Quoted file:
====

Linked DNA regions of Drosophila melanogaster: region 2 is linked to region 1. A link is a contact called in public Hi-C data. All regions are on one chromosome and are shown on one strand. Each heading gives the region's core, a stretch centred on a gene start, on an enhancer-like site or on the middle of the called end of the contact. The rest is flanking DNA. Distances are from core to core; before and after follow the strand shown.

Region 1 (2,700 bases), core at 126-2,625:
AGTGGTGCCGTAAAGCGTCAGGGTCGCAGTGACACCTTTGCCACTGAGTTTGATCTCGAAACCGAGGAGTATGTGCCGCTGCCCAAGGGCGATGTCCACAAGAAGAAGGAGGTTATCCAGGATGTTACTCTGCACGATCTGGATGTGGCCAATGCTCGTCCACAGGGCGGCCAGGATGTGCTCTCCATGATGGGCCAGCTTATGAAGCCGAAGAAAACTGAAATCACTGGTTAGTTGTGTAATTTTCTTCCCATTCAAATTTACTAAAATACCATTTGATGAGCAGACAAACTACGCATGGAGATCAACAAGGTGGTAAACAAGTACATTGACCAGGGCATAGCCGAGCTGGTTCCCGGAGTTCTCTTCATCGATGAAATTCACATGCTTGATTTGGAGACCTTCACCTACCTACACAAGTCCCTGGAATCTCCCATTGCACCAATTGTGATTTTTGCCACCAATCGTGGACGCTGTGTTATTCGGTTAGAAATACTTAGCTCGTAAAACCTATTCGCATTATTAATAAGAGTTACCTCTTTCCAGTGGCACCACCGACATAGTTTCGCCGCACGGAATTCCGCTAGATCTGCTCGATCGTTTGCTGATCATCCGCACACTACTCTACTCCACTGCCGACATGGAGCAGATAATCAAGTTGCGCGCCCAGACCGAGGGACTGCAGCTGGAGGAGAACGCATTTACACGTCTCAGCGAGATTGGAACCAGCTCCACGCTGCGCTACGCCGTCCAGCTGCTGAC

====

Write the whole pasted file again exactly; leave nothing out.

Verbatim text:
Linked DNA regions of Drosophila melanogaster: region 2 is linked to region 1. A link is a contact called in public Hi-C data. All regions are on one chromosome and are shown on one strand. Each heading gives the region's core, a stretch centred on a gene start, on an enhancer-like site or on the middle of the called end of the contact. The rest is flanking DNA. Distances are from core to core; before and after follow the strand shown.

Region 1 (2,700 bases), core at 126-2,625:
AGTGGTGCCGTAAAGCGTCAGGGTCGCAGTGACACCTTTGCCACTGAGTTTGATCTCGAAACCGAGGAGTATGTGCCGCTGCCCAAGGGCGATGTCCACAAGAAGAAGGAGGTTATCCAGGATGTTACTCTGCACGATCTGGATGTGGCCAATGCTCGTCCACAGGGCGGCCAGGATGTGCTCTCCATGATGGGCCAGCTTATGAAGCCGAAGAAAACTGAAATCACTGGTTAGTTGTGTAATTTTCTTCCCATTCAAATTTACTAAAATACCATTTGATGAGCAGACAAACTACGCATGGAGATCAACAAGGTGGTAAACAAGTACATTGACCAGGGCATAGCCGAGCTGGTTCCCGGAGTTCTCTTCATCGATGAAATTCACATGCTTGATTTGGAGACCTTCACCTACCTACACAAGTCCCTGGAATCTCCCATTGCACCAATTGTGATTTTTGCCACCAATCGTGGACGCTGTGTTATTCGGTTAGAAATACTTAGCTCGTAAAACCTATTCGCATTATTAATAAGAGTTACCTCTTTCCAGTGGCACCACCGACATAGTTTCGCCGCACGGAATTCCGCTAGATCTGCTCGATCGTTTGCTGATCATCCGCACACTACTCTACTCCACTGCCGACATGGAGCAGATAATCAAGTTGCGCGCCCAGACCGAGGGACTGCAGCTGGAGGAGAACGCATTTACACGTCTCAGCGAGATTGGAACCAGCTCCACGCTGCGCTACGCCGTCCAGCTGCTGAC